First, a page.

Grapevine Archive for Meerlust
Despite having studied oenology, Hannes was keen to point out that he was not a wine-maker (that accolade goes to Chris Williams, who has been the Cellar master at Meerlust since 2004 when he took over from Georgio della Cia; prior to that, Chris had been Assistant Winemaker since 1995). Hannes sees himself more as the custodian of a seventeenth-century national monument or, as he puts it, the farm. Hannes is the eighth generation of the Myburgh family to run the estate – a stunning example of Cape Dutch architecture – and as he put it so succinctly, sometimes he has to pinch himself as he just can?t believe he lives in such a beautiful place.
The Myburghs have been making wine on the estate since 1756 ? the year Mozart was born.This workshop concentrated mainly on Meerlust?s Rubicon label. However, we started events with the lovely, toasty Meerlust Estate Chardonnay, 2009. This incredibly complex white is beautifully balanced, and while still very young, it showed its potential. For those who could exercise restraint, Hannes recommended keeping some of the wine back till the end to see how it opened and developed in the glass ? a perfect white-wine candidate for decanting.
Next we tried the Meerlust Estate Red, 2009, a blend of cabernet sauvignon and merlot. This wine is made up of younger estate-grown fruit not yet of sufficient quality for inclusion in the flagship blend, Rubicon. This is a big, rich juicy wine ideal for curling up with next to a block of good-quality cheddar ? or is that just me? Next came the Meerlust Estate Cabernet, 2009, and then the Meerlust Estate Kentridge Cabernet Sauvignon, 2004, Limited Edition which came in magnum. Both were beautifully made, with the 2004 showing a little more age and complexity as a result of its age and perhaps the larger bottle.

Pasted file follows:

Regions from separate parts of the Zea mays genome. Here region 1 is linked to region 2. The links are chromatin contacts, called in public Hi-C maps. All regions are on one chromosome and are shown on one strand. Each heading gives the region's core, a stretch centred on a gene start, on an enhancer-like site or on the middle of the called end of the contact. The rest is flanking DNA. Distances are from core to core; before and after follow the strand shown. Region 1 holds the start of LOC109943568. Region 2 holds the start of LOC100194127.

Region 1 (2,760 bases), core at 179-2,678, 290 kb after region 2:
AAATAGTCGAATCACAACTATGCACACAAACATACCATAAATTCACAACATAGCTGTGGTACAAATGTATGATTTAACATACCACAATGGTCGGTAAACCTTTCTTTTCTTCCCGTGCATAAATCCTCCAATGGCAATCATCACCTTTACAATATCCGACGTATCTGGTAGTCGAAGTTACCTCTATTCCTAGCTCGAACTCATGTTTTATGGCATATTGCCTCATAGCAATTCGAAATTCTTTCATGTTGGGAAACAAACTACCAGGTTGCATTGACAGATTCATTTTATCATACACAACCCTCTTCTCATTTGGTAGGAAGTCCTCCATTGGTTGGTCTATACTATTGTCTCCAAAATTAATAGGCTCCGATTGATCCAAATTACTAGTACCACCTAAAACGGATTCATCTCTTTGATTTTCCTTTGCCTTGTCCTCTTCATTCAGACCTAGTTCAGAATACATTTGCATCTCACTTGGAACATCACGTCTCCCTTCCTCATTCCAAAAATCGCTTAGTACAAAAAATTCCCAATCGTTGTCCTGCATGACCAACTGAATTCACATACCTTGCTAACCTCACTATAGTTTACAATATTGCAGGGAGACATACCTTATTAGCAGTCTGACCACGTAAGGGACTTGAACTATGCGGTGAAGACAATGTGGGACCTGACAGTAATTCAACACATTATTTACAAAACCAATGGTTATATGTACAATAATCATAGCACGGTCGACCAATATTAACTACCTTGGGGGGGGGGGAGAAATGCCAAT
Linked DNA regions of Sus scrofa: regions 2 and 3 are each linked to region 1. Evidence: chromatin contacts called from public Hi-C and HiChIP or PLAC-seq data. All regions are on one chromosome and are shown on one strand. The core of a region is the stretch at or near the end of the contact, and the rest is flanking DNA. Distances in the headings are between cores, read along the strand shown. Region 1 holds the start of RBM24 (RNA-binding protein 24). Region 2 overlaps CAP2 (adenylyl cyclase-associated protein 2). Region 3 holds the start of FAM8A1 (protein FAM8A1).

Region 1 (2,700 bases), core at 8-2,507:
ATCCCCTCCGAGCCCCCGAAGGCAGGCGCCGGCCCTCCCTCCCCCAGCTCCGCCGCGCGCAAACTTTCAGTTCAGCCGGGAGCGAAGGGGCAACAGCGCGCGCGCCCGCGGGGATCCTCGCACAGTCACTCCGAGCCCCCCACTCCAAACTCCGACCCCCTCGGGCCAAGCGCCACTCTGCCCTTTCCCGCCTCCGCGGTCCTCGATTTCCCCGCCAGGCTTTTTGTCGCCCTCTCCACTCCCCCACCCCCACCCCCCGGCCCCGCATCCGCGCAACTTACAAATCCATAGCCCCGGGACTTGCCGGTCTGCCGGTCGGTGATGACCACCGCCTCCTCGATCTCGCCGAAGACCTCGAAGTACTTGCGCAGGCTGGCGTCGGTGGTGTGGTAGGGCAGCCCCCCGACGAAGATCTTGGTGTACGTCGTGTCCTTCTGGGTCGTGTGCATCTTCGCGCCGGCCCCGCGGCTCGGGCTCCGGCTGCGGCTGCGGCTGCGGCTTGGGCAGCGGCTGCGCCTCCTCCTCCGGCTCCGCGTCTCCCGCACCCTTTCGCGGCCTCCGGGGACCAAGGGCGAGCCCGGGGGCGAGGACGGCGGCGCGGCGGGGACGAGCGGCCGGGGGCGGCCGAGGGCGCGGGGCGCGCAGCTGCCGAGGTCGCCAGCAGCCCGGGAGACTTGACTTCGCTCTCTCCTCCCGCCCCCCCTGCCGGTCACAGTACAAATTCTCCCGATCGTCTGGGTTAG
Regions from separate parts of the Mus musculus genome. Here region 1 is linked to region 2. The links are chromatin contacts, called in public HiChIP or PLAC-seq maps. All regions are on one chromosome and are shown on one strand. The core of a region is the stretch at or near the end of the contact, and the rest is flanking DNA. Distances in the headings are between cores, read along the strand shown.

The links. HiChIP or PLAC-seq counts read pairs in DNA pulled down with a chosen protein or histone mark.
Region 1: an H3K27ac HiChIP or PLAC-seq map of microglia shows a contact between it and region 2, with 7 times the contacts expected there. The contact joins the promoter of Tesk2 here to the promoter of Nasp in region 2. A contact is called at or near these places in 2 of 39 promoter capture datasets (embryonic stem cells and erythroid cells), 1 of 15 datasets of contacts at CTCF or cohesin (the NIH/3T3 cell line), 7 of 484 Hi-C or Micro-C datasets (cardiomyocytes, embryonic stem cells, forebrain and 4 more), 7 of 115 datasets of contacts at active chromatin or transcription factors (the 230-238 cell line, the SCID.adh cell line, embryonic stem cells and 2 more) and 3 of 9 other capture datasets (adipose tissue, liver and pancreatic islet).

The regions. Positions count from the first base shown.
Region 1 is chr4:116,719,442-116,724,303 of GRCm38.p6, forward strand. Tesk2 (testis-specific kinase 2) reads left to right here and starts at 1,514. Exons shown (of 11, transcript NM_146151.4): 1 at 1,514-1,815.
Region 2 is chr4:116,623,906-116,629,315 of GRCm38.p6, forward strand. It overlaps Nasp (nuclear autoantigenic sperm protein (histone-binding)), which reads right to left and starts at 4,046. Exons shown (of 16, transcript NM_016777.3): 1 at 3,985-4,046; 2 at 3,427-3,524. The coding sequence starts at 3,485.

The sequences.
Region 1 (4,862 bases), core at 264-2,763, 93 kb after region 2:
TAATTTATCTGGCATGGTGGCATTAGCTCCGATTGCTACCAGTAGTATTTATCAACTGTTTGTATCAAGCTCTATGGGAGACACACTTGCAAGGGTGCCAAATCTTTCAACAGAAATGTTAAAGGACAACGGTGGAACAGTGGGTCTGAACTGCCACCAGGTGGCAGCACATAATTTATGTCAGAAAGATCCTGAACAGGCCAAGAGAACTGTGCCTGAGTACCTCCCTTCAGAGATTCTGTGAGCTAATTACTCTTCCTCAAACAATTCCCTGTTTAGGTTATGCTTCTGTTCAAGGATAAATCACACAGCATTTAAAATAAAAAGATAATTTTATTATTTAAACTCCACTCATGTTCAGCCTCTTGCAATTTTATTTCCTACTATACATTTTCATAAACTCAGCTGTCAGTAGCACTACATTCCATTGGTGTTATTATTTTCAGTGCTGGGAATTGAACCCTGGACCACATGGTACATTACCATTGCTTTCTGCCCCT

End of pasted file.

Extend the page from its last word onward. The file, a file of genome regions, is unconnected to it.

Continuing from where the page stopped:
What surprised us all, though in hindsight perhaps it shouldn?t have done, was how Bordeaux-like these wines were. Obviously they had more ripe cassis fruit than one might expect from France, but there were the underlying cigar box and cedar notes so typical of good Bordeaux as well.
From this point on we were fully immersed in the world of Meerlust?s Rubicon wines, and what a pleasant place to be it was. The phrase ?crossing the Rubicon? originated from when Caesar?s army crossed the Rubicon River in 49BC, considered at the time to be an act of insurrection. Apparently Hannes? father and his friend came up with the name when discussing the idea of producing a new Bordeaux blend ? something which had never been done in South Africa until that point, and which was mightily frowned upon by the other winemakers in the area.And so it was in 1984 that Meerlust created their first Rubicon wine, a Bordeaux blend of cabernet sauvignon, merlot and cabernet franc, Meerlust?s flagship wine. In this little flight of loveliness we tried the 2006, 2005, 2001, 1998, 1991 and 1984. There were obvious differences between the wines due to their respective ages. The younger wines were all plum fruit, cedar and spice, with hints of violets on the finish. As we tasted the older vintages, which were still remarkably fresh, the wines became more minerally, the plum turned to red fruits, the violets more apparent and the spice, more spiced, rather than spicy. The 1998 and the 1991 were total treats, drinking perfectly now, but the shock (in a good way) of the night was just how well the 1984 was still drinking. It was a beautiful, elegant red with such complexity and amazing length: the tannins had completely softened, but the acidity was still there.
So, what did I learn about Meerlust on that Monday evening? Well, firstly, not to think of South Africa as a modern wine-making country. Secondly that Meerlust?s wines, and the Rubicon?s in particular will last as long as you have the will power to keep them.
And thirdly, along with many of the other ladies, and perhaps some of the men there that evening, I am now nursing a little crush on the amazing Mr Hannes Myburgh!
Tastings & Events Co-ordinator